Charities often set up trading companies to raise funds by carrying out non-charitable trading activities. In order to do this, the parent charity will often grant the trading company rights to use the charity's mailing list and logo (which may well be an unregistered trade mark). These transactions must be on arm's-length commercial terms to satisfy the requirements of charity and tax law.
Clause 32 of the Finance (No.2) Bill 2015 will remove corporation tax relief for costs incurred by a company in purchasing goodwill and other intangible assets that are closely related to goodwill, such as mailing lists, unregistered trade marks and licences in respect of such assets.
The clause should not affect payments by a trading company that is a 75 per cent (or more) subsidiary of a charitable company, as an intra-group transfer of an intangible asset is generally tax-neutral (sections 775-776, Corporation Tax Act 2009). But the clause will restrict corporation tax relief on the purchase of intangible assets from related parties for trading companies that are owned by the trustees of a charitable trust or unincorporated association, or by several charities. Charity representative groups argue there is no justification for restricting corporation tax relief for such legitimate business expenses and are seeking to preserve all charity trading companies' entitlement to claim corporation tax relief in these circumstances.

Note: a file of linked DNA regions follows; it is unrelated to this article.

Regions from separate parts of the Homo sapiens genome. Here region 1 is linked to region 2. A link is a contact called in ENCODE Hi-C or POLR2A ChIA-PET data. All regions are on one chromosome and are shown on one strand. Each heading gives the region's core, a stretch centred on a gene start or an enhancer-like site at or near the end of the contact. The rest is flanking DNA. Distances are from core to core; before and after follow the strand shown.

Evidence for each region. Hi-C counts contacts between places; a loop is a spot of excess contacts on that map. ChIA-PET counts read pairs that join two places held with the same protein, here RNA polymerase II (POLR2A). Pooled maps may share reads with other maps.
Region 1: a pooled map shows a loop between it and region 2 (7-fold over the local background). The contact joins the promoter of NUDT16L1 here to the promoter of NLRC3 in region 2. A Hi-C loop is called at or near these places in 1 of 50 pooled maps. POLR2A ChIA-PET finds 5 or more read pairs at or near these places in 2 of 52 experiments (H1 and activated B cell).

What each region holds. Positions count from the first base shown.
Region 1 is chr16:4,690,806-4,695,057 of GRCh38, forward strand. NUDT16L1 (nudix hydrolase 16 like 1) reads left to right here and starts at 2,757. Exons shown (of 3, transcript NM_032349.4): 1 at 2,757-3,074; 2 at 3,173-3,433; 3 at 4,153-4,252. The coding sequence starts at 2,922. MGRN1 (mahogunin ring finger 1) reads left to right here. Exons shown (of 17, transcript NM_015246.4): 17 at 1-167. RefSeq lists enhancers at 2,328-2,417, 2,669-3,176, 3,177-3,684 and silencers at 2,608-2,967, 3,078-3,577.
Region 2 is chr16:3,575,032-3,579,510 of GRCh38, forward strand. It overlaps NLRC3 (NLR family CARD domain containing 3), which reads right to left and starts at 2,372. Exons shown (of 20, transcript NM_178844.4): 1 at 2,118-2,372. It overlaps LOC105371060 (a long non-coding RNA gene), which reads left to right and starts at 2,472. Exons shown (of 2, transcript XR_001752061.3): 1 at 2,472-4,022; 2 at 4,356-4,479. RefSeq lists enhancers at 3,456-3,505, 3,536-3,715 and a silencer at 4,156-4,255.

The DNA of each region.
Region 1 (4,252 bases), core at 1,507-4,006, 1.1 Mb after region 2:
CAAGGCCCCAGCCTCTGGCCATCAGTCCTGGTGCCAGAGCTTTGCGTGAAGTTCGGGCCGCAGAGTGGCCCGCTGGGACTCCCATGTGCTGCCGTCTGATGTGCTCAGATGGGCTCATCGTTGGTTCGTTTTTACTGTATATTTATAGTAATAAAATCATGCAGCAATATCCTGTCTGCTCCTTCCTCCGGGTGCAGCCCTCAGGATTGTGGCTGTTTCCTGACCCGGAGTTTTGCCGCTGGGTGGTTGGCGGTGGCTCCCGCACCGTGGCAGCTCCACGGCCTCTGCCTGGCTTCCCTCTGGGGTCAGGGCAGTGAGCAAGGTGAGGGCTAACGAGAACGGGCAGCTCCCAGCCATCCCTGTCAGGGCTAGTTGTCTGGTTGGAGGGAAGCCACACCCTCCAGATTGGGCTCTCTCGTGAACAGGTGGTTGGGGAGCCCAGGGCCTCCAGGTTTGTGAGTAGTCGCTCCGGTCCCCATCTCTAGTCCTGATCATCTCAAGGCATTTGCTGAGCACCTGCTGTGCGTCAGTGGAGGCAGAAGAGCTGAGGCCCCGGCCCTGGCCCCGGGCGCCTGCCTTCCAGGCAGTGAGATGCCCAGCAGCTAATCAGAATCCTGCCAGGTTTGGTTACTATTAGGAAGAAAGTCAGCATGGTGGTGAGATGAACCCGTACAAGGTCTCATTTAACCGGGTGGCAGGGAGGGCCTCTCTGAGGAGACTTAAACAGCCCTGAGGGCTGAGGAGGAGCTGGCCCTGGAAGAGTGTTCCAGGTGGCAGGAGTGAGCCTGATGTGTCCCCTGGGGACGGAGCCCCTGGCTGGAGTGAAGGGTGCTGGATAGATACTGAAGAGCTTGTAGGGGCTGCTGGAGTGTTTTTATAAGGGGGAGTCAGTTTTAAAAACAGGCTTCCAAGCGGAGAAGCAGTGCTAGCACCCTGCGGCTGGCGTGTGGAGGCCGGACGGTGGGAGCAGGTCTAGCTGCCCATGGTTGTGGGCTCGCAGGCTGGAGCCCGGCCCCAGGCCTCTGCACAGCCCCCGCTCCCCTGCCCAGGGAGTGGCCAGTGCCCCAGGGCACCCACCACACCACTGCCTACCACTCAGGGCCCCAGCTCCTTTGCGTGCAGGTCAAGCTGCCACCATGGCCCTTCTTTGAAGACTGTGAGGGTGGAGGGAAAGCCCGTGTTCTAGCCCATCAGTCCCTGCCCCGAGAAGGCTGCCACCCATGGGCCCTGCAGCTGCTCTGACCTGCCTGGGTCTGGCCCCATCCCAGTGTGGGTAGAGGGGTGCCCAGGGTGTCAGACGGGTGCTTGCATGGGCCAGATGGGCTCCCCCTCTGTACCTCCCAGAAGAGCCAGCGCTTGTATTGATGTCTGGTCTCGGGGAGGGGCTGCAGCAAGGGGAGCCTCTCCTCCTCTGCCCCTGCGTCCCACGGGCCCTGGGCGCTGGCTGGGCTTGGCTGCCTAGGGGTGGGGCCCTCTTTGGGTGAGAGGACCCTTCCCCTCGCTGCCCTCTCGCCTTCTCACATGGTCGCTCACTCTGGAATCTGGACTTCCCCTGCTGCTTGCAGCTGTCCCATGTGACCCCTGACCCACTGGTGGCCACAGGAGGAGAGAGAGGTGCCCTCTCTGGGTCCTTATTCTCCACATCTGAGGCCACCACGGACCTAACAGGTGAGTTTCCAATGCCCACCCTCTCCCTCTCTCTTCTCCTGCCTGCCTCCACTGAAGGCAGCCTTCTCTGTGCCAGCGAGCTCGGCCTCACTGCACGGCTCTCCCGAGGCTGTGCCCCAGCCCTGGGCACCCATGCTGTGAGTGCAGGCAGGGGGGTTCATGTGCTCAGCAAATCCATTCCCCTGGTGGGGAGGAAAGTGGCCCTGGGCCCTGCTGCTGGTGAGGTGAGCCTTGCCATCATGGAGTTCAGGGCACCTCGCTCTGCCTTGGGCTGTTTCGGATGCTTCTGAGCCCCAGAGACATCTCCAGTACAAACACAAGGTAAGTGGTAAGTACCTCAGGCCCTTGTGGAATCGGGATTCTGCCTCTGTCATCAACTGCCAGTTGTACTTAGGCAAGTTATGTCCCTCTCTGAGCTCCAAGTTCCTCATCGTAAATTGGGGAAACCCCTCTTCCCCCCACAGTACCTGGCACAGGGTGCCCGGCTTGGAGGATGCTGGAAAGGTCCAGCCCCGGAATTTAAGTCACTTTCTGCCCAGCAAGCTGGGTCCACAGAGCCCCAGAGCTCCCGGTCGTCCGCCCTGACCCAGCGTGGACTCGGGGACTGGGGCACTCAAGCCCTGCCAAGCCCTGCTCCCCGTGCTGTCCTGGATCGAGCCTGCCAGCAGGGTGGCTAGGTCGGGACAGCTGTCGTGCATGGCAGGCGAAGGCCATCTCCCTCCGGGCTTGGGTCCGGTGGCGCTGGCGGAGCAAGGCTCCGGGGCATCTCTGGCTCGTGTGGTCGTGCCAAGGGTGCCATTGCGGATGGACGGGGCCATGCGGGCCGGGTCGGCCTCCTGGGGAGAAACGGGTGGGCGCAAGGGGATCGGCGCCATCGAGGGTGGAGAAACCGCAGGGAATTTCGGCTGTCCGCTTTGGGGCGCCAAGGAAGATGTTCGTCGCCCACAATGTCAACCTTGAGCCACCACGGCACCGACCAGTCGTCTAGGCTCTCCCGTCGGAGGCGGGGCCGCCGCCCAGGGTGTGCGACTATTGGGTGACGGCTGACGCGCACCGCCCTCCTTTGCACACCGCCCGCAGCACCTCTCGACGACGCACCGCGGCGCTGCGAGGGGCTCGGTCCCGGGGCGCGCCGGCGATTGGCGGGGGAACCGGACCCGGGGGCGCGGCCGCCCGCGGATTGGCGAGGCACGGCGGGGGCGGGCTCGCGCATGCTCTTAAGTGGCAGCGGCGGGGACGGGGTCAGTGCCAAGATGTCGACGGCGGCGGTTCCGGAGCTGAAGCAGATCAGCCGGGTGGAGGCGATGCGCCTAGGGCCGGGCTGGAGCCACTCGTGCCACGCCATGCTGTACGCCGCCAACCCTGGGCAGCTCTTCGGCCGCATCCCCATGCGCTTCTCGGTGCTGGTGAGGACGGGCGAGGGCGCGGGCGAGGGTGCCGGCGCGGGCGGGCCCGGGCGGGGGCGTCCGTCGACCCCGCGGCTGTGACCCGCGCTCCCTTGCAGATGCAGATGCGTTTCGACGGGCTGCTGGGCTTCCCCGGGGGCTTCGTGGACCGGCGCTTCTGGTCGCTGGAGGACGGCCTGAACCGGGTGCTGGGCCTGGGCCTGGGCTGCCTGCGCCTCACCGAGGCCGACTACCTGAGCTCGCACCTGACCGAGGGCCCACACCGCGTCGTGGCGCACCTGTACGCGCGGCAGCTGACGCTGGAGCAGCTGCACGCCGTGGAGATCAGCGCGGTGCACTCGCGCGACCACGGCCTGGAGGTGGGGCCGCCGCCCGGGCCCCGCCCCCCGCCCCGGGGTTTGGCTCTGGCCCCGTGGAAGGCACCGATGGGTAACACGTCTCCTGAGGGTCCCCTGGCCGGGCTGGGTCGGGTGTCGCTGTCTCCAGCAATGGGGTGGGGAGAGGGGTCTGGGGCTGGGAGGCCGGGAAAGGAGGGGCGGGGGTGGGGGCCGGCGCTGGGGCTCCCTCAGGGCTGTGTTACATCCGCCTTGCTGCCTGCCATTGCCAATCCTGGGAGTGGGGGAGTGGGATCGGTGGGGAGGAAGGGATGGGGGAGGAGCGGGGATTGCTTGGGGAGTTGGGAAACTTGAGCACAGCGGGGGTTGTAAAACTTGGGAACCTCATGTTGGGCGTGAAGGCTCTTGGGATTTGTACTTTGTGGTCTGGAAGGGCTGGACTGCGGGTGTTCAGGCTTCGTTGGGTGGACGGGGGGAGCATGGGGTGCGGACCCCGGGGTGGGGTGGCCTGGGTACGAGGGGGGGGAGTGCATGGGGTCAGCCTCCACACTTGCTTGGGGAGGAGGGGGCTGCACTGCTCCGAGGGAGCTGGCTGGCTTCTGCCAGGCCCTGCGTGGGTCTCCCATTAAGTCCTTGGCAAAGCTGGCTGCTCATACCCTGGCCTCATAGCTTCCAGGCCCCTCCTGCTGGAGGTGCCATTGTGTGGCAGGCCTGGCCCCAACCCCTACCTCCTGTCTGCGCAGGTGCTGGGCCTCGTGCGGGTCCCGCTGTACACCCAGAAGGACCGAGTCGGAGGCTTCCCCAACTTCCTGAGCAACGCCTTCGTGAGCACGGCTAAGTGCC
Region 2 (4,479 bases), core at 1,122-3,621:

Land swap authorised
The Charity Commission has published a regulatory case report on charity land at Stirchley, Birmingham. The commission gave permission for the charitable land, a disused bowling green held by Birmingham City Council as corporate trustee, to be swapped for land in a nearby park owned by the council.
The report provides a helpful illustration of the circumstances in which the commission may authorise a land swap in order to preserve designated land and the consultation process that trustees are generally expected to carry out when making decisions about the use of that land. It also provides a further reminder to local authorities that are appointed as corporate trustees of charities of the need to separate local authority land from charity land.
Consultation on CIOs
The Cabinet Office expects to launch a consultation within the next three to four months on the draft regulations to enable charitable companies limited by guarantee, community interest companies and charitable industrial and provident societies to convert into charitable incorporated organisations. Such conversions are likely to be phased by income to help the Charity Commission manage the expected levels of demand. The CIO legal form, which allows a limited-liability corporate body specifically designed for charities to be registered with the commission only, was introduced in January 2013.
This column is written by Adrian Pashley, charities editor at Thomson Reuters, Practical Law, on behalf of the CLA